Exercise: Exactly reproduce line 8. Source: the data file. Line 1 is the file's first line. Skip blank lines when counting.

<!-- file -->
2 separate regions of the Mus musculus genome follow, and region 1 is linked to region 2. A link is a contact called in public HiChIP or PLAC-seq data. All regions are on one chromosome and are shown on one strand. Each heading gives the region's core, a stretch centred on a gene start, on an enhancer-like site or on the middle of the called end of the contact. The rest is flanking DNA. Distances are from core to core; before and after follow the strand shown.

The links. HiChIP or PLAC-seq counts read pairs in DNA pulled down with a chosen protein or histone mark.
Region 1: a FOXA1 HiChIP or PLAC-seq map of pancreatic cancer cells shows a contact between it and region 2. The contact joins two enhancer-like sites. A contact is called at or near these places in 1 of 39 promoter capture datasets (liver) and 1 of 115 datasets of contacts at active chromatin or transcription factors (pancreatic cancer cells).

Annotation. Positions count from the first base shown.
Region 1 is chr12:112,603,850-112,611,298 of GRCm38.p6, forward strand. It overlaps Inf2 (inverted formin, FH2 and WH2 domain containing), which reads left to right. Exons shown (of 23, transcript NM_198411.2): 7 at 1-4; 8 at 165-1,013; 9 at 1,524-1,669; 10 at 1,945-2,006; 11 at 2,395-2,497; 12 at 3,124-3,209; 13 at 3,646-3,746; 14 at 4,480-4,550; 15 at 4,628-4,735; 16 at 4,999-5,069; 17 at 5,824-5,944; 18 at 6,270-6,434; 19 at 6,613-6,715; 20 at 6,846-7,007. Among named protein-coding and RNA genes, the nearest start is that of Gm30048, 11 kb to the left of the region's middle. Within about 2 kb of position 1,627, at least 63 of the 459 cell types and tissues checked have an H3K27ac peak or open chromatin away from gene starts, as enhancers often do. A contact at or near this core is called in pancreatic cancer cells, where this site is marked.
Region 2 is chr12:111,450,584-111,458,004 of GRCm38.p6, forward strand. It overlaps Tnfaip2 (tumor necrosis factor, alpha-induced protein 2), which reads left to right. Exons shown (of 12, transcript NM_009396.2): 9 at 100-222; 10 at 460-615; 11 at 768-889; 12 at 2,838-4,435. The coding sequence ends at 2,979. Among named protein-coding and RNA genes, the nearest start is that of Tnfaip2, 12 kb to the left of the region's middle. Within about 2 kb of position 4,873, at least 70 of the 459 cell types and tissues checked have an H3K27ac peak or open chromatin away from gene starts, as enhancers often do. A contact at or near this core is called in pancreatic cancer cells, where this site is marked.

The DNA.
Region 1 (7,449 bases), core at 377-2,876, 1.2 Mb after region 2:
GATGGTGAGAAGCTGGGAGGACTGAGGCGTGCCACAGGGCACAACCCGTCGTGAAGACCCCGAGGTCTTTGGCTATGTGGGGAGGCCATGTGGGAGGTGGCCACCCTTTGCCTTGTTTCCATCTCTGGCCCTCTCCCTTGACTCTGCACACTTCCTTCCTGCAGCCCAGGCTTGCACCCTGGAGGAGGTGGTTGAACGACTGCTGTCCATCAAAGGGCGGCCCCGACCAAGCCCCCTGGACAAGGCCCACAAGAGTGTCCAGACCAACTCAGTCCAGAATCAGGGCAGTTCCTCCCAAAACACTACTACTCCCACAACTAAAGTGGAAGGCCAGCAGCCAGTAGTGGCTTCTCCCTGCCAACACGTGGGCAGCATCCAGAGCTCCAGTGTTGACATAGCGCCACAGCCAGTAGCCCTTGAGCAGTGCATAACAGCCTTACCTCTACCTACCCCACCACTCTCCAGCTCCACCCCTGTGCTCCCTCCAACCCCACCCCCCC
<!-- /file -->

Region 1 (7,449 bases), core at 377-2,876, 1.2 Mb after region 2: